While still in the Royal Air Force Mike started to plan and lead ancient history tours for a company run by an ex-army colleague from National Defence College days. Since retiring from the RAF in 1998 he has continued to do this, working freelance for a number of travel companies and adding Greece and Cyprus to his list of destinations. Mike also continued his association with the RAF as an instructor on one of its volunteer squadrons tasked with teaching young cadets to fly, finally retiring in 2014 when all RAF gliders were grounded.
He has written articles for archaeological and travel magazines as well as publishing a children’s book. He is currently completing a sequel to this and is working on one covering his experiences as a NATO officer in Italy during the Cold War.
Robin Cormack is an art historian who works on Mediterranean art, particularly from Antiquity and Byzantium, but also from the Renaissance. He teaches in the Classics Faculty, University of Cambridge, and is giving lectures in 2014 in the National Gallery of Art, Washington D.C. and at the Universities of California at Los Angeles and Santa Barbara. Robin has published books on Byzantine Art, and co-curated the recent Royal Academy exhibition, Byzantium 330-1453.
He has a special side-interest in British architects who worked in Khartoum and New Delhi, and since he has always made it an aim never to write or lecture about monuments and sites unless he has visited them and studied them at first hand, travel is one of the things he does most often. Fortunately his wife, Professor Mary Beard, agrees with this aim, and travels too (and not just on twitter). So do his children who are both students working in Africa, and who spend time in Cairo and South Sudan. He is currently trying to learn to play the harpsichord, but that does not travel with him.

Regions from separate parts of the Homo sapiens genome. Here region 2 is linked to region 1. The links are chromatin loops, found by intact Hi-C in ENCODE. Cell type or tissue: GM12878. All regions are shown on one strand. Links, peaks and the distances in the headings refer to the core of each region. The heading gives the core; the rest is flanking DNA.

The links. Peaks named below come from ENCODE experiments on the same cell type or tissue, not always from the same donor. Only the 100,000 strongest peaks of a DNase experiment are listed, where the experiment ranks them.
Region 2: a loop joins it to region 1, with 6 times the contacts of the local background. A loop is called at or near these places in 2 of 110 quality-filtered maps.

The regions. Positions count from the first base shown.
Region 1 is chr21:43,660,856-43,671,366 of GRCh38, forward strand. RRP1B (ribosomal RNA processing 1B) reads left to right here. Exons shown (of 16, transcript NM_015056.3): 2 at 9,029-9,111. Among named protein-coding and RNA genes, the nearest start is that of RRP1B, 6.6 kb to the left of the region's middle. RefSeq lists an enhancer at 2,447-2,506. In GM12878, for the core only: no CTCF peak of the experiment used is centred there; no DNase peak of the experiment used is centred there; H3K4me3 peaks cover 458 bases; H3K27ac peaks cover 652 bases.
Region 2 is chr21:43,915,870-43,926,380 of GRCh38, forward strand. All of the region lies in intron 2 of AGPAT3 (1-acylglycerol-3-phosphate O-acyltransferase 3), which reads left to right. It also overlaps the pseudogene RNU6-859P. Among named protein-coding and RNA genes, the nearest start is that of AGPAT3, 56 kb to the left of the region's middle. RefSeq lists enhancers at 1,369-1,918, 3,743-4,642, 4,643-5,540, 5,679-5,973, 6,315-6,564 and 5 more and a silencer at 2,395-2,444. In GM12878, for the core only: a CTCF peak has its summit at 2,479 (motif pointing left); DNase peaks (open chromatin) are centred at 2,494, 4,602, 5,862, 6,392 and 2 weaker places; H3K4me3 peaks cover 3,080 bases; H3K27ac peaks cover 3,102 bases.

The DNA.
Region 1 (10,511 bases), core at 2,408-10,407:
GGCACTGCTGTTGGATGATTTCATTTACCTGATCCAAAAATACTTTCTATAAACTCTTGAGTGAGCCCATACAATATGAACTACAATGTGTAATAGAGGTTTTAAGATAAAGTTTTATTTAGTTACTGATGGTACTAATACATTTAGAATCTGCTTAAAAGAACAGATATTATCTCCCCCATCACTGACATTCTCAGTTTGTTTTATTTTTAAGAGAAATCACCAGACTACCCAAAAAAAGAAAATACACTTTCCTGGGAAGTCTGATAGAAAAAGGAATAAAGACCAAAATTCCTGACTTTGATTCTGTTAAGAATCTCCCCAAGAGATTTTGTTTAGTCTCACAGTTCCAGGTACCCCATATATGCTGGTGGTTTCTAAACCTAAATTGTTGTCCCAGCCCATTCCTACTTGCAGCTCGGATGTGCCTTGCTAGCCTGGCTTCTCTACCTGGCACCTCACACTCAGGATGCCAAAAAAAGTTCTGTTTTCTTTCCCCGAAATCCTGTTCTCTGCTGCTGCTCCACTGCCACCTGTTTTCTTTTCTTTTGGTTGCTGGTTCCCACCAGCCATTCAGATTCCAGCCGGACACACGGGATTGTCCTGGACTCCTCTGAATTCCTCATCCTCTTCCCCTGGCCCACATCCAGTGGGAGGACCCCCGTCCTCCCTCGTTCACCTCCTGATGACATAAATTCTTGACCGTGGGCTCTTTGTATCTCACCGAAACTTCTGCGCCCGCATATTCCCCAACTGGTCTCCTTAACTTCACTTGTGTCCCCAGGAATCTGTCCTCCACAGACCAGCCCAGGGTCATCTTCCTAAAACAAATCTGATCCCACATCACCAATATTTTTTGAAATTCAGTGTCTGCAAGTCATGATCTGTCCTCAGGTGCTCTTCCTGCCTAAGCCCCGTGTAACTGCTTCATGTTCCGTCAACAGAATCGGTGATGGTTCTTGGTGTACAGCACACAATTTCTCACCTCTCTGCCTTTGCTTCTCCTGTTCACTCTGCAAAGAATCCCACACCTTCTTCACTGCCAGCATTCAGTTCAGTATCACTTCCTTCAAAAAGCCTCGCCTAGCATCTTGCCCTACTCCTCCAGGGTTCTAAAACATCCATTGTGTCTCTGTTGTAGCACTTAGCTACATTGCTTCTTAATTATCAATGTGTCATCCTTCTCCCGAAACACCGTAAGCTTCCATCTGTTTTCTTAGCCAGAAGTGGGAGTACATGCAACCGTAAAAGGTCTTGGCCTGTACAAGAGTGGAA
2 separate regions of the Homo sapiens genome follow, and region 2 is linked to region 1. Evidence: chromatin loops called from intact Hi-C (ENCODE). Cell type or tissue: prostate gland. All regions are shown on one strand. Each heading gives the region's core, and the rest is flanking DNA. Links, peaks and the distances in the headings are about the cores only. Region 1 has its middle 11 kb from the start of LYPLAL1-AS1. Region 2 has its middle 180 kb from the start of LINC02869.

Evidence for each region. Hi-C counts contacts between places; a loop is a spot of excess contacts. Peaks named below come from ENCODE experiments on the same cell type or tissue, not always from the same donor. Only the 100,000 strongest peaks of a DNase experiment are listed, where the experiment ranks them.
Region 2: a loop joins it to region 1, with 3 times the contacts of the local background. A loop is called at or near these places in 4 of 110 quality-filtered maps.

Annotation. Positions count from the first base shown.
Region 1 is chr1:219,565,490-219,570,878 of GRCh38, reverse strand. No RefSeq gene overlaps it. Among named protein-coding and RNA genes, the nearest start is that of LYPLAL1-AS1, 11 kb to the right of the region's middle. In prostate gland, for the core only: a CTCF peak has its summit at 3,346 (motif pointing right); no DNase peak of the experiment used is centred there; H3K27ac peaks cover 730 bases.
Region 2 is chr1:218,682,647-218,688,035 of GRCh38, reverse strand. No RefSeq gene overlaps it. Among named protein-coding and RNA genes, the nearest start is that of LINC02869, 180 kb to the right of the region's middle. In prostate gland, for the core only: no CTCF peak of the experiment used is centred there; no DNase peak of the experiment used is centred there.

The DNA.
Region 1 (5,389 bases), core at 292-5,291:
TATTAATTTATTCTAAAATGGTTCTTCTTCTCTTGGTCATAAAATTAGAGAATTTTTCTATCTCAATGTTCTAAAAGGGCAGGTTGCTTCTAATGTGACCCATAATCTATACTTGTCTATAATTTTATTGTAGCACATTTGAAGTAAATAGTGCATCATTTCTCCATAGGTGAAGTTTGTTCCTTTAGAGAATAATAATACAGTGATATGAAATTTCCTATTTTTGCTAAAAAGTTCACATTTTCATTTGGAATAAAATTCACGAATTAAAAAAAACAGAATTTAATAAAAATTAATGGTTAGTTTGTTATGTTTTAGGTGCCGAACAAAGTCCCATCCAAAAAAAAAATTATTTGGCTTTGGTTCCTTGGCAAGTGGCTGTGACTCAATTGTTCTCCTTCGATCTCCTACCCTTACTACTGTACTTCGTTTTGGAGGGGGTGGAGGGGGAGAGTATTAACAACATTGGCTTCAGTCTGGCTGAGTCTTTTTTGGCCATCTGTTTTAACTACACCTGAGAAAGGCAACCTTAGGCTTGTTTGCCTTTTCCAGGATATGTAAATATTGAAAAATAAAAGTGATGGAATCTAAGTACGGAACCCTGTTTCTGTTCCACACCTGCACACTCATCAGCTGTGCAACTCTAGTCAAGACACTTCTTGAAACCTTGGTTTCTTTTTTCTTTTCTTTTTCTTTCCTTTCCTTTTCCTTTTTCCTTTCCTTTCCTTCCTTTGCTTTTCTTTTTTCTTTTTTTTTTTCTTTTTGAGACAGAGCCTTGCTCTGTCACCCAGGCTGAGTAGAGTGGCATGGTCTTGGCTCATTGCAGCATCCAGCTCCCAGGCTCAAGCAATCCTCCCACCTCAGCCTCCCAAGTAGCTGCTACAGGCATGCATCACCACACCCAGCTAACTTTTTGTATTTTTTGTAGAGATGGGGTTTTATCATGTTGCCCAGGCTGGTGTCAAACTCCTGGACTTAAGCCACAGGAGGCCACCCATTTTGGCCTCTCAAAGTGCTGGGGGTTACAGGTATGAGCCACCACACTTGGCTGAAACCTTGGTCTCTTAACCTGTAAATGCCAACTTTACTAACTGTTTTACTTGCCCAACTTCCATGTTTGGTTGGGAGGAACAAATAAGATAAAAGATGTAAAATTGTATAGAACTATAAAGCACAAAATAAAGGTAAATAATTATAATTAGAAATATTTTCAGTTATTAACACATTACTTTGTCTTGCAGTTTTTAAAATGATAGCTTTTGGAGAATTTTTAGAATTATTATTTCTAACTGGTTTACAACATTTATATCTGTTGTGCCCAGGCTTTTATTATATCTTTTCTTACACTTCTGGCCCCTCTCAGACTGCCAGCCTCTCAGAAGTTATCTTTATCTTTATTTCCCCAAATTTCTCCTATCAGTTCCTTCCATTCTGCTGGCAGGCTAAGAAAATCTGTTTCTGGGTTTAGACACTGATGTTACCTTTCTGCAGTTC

Roderick Dale is Cultural Engagement Fellow with the Centre for the Study of the Viking Age at the University of Nottingham. He is curating the exhibition Danelaw Saga: Bringing Vikings back to the East Midlands and managing the Centre’s public engagement programme. Prior to this, he worked at University College Cork on The World-Tree Project, a community collection initiative that produced a digital multimedia archive of resources for the teaching and study of the Vikings. Roderick earned his PhD on Viking berserks at the University of Nottingham, where he also taught Old English and Old Norse. Before returning to the academy, Roderick worked as an archaeologist throughout Britain. He has appeared on television in Time Team and Ancient Black Ops: Berserkers and has given many radio interviews about the Vikings. He is the author, with Dr Marjolein Stern, of Vikings: Raids. Culture. Legacy.